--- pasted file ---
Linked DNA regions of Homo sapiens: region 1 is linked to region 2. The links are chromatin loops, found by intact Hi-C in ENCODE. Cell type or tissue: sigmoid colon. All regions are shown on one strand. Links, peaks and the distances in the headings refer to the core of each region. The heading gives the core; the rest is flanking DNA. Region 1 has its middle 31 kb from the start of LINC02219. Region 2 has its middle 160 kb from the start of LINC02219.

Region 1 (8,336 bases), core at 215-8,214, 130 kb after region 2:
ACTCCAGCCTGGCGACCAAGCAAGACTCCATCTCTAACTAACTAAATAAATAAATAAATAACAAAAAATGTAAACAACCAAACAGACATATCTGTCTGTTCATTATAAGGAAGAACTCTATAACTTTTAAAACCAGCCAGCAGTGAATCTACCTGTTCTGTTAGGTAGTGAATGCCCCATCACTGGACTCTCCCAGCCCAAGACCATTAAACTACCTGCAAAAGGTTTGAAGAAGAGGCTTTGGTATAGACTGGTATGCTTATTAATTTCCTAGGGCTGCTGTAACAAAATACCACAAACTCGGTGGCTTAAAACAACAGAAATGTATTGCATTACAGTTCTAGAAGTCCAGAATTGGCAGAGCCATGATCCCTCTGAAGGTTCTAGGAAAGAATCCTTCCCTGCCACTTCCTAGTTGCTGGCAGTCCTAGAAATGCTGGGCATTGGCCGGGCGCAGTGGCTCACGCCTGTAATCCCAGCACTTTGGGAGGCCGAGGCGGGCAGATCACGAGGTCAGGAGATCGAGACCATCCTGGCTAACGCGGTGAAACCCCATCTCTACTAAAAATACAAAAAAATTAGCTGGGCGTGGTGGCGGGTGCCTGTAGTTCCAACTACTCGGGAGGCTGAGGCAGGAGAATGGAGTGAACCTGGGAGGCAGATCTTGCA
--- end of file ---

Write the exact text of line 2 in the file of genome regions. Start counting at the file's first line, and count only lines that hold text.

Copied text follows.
Region 1 (8,336 bases), core at 215-8,214, 130 kb after region 2: